Today’s best leaders also see that emotional awareness is important for three other reasons. Firstly, with so many companies now operating on a global basis, it is vital to be sensitive to the differing attitudes, beliefs and feelings of people from diverse backgrounds brought together in a multicultural workplace. For example, in a company with a western-style management, it might be common practice to convene brainstorming meetings at which staff are encouraged to say whatever comes into their head. Transplanting the same approach to an office in Asia may simply lead to puzzled looks and long silences. Therefore, if you are in tune with how people from different cultures feel in certain situations, you will be a far more effective manager.
Secondly, a successful modern business depends on good teamwork. Within each team, though, there are almost sure to be personality clashes, alliances and conflicting priorities. If a leader can discern what people feel about the key issues and about each other, it makes it much easier to circumnavigate problems and achieve the desired goals. By using emotional awareness to find the right direction and the best combinations, both collaboration and productivity will improve.
Thirdly, in any competitive market, companies find it hard to hold on to the best staff. One of the best ways of enhancing retention is to create an environment where staff want to work, If they know they are listened to, appreciated and cared for, they will not be tempted away by promises and the prospect of a few extra dollars.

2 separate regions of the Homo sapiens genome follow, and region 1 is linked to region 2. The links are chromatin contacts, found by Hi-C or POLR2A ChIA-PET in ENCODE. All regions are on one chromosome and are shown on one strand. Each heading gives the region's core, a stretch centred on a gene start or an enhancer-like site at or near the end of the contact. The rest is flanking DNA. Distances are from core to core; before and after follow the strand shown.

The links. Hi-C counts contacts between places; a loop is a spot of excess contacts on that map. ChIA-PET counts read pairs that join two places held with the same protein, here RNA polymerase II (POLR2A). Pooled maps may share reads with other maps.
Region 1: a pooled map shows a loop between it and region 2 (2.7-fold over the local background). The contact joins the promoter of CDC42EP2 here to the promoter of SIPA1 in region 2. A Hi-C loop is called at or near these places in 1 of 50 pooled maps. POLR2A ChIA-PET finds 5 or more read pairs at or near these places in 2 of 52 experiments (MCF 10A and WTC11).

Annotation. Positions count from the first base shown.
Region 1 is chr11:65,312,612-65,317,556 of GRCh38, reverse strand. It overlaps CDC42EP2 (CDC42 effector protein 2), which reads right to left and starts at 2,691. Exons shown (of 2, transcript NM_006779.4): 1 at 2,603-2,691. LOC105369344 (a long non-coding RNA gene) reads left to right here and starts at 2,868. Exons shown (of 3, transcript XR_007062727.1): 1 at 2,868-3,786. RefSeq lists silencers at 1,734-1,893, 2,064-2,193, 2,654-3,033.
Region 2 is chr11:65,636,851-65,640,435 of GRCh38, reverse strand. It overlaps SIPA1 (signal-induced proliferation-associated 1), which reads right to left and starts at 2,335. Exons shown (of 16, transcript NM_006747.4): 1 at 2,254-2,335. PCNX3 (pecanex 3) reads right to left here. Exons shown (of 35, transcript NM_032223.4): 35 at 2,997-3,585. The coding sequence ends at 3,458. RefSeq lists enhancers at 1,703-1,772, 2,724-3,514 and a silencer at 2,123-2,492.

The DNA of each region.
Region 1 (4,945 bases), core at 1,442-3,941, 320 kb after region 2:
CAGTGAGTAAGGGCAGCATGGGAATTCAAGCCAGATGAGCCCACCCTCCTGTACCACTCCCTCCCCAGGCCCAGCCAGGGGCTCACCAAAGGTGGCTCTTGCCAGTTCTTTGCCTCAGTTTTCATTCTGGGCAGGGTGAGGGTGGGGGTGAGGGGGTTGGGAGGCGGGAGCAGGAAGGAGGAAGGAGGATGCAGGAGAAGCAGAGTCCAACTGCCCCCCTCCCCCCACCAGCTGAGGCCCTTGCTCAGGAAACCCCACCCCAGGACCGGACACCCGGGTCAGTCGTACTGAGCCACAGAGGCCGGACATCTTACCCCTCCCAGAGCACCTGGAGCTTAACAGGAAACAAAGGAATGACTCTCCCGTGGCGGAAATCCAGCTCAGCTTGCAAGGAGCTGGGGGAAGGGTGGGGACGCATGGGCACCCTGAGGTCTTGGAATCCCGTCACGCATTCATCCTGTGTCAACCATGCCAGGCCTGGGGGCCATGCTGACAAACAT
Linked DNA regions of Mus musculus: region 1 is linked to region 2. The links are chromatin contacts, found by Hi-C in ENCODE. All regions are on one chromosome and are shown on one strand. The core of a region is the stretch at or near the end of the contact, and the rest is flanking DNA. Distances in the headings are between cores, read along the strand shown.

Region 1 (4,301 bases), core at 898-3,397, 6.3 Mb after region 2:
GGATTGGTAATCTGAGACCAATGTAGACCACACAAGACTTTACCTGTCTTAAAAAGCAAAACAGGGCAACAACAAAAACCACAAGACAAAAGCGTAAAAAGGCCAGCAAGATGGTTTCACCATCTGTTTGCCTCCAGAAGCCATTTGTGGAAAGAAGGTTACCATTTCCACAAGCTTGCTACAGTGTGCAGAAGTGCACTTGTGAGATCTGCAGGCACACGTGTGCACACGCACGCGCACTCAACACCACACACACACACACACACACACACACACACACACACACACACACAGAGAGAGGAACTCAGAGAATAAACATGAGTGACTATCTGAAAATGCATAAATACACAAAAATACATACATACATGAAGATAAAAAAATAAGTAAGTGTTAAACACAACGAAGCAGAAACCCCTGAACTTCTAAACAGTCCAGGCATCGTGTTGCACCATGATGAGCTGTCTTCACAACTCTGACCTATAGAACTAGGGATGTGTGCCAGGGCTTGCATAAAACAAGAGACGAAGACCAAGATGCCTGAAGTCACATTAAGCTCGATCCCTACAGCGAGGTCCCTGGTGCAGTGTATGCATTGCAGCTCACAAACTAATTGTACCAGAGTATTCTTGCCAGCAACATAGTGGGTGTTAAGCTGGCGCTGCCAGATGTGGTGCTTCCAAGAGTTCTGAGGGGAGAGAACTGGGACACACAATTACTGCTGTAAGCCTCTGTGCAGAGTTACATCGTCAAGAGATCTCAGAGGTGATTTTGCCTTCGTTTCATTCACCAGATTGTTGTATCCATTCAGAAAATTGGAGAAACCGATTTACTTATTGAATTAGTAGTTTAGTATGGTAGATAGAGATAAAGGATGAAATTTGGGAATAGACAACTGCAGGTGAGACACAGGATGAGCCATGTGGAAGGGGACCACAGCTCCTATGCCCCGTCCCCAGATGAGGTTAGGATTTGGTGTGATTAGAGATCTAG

Of course, there is a degree of skill required in picking up the various emotional cues and responding to them in the right way. In most cases, though, the key is to listen, observe and, importantly, put yourself in the other person’s shoes. With a little bit of imagination, that’s not so hard to do.
What is Empathy?
Empathy is the recognition and understanding of the states of mind, including beliefs and desires, of the people around you. It is a matter of knowing what is important to them and what is not. However, it should also go beyond that to understanding why other people are likely to feel a certain way. In the workplace, showing empathy does not mean the same as giving agreement. It is perfectly feasible to understand how someone feels without being obliged to agree with their point of view. In the same way, nothing stops you from seeing why an advertising campaign is effective, without particularly liking the background music or the celebrity endorser.
Most of us recognise the importance of rapport, even if we cannot precisely define how to build it. In essence, it is a question of reducing the differences between two people at a subconscious level. This can be done by noting similarities, highlighting common goals and identifying shared goals or beliefs. A good level of rapport makes it easier to manage and lead a team. Usually, the best way for managers to start building rapport is by talking about what most interests members of the team, or what they find important. Too many managers only talk to their staff when they need something and are then surprised when, in a crunch, subordinates are not prepared to go the extra mile.
When something happens at work, we are likely to experience one of three different types of emotion. We may feel positive, excited and optimistic; neutral and basically content; or negative, frustrated and annoyed. For any leader, a useful exercise is to ask your team to list the work-related events or activities which cause them to feel positive, neutral and negative emotions. Afterwards, you can arrange a brainstorming session to devise strategies to help maximise the positive events and emotions, and minimise the others. You can progressively implement the best ideas before periodically repeating the exercise.